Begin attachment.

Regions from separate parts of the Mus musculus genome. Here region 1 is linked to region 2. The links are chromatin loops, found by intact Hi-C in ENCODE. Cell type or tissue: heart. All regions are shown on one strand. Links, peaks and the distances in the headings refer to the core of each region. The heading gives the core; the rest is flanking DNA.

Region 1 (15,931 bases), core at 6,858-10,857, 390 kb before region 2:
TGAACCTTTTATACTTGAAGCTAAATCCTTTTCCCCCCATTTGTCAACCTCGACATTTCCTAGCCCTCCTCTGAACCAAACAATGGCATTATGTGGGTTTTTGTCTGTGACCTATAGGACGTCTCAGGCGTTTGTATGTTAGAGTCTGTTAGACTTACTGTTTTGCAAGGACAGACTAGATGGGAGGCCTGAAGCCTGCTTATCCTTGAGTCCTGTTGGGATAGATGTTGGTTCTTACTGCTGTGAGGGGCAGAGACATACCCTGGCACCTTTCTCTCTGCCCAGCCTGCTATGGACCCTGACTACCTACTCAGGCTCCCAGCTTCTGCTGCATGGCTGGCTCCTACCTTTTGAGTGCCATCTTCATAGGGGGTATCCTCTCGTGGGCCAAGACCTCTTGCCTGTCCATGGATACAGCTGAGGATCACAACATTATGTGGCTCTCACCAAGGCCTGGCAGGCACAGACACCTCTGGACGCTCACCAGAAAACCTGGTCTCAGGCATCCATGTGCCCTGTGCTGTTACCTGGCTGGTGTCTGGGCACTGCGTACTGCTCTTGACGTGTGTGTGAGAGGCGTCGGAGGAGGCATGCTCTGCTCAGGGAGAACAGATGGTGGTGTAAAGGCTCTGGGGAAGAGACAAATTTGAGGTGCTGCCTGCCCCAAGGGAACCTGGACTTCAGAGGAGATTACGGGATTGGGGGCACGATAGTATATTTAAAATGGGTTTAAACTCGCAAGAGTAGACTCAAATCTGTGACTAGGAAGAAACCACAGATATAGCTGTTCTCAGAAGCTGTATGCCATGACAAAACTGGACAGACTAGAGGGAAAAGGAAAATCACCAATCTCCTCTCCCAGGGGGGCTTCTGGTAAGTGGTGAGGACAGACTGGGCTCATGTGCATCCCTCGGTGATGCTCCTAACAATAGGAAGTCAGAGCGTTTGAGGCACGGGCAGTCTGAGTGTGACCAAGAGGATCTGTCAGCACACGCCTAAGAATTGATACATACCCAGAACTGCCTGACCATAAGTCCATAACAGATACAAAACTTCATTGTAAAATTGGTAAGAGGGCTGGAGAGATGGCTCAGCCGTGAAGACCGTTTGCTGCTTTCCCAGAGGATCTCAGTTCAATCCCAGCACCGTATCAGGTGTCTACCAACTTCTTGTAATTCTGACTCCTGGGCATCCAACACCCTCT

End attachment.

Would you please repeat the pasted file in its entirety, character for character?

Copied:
Regions from separate parts of the Mus musculus genome. Here region 1 is linked to region 2. The links are chromatin loops, found by intact Hi-C in ENCODE. Cell type or tissue: heart. All regions are shown on one strand. Links, peaks and the distances in the headings refer to the core of each region. The heading gives the core; the rest is flanking DNA.

Region 1 (15,931 bases), core at 6,858-10,857, 390 kb before region 2:
TGAACCTTTTATACTTGAAGCTAAATCCTTTTCCCCCCATTTGTCAACCTCGACATTTCCTAGCCCTCCTCTGAACCAAACAATGGCATTATGTGGGTTTTTGTCTGTGACCTATAGGACGTCTCAGGCGTTTGTATGTTAGAGTCTGTTAGACTTACTGTTTTGCAAGGACAGACTAGATGGGAGGCCTGAAGCCTGCTTATCCTTGAGTCCTGTTGGGATAGATGTTGGTTCTTACTGCTGTGAGGGGCAGAGACATACCCTGGCACCTTTCTCTCTGCCCAGCCTGCTATGGACCCTGACTACCTACTCAGGCTCCCAGCTTCTGCTGCATGGCTGGCTCCTACCTTTTGAGTGCCATCTTCATAGGGGGTATCCTCTCGTGGGCCAAGACCTCTTGCCTGTCCATGGATACAGCTGAGGATCACAACATTATGTGGCTCTCACCAAGGCCTGGCAGGCACAGACACCTCTGGACGCTCACCAGAAAACCTGGTCTCAGGCATCCATGTGCCCTGTGCTGTTACCTGGCTGGTGTCTGGGCACTGCGTACTGCTCTTGACGTGTGTGTGAGAGGCGTCGGAGGAGGCATGCTCTGCTCAGGGAGAACAGATGGTGGTGTAAAGGCTCTGGGGAAGAGACAAATTTGAGGTGCTGCCTGCCCCAAGGGAACCTGGACTTCAGAGGAGATTACGGGATTGGGGGCACGATAGTATATTTAAAATGGGTTTAAACTCGCAAGAGTAGACTCAAATCTGTGACTAGGAAGAAACCACAGATATAGCTGTTCTCAGAAGCTGTATGCCATGACAAAACTGGACAGACTAGAGGGAAAAGGAAAATCACCAATCTCCTCTCCCAGGGGGGCTTCTGGTAAGTGGTGAGGACAGACTGGGCTCATGTGCATCCCTCGGTGATGCTCCTAACAATAGGAAGTCAGAGCGTTTGAGGCACGGGCAGTCTGAGTGTGACCAAGAGGATCTGTCAGCACACGCCTAAGAATTGATACATACCCAGAACTGCCTGACCATAAGTCCATAACAGATACAAAACTTCATTGTAAAATTGGTAAGAGGGCTGGAGAGATGGCTCAGCCGTGAAGACCGTTTGCTGCTTTCCCAGAGGATCTCAGTTCAATCCCAGCACCGTATCAGGTGTCTACCAACTTCTTGTAATTCTGACTCCTGGGCATCCAACACCCTCT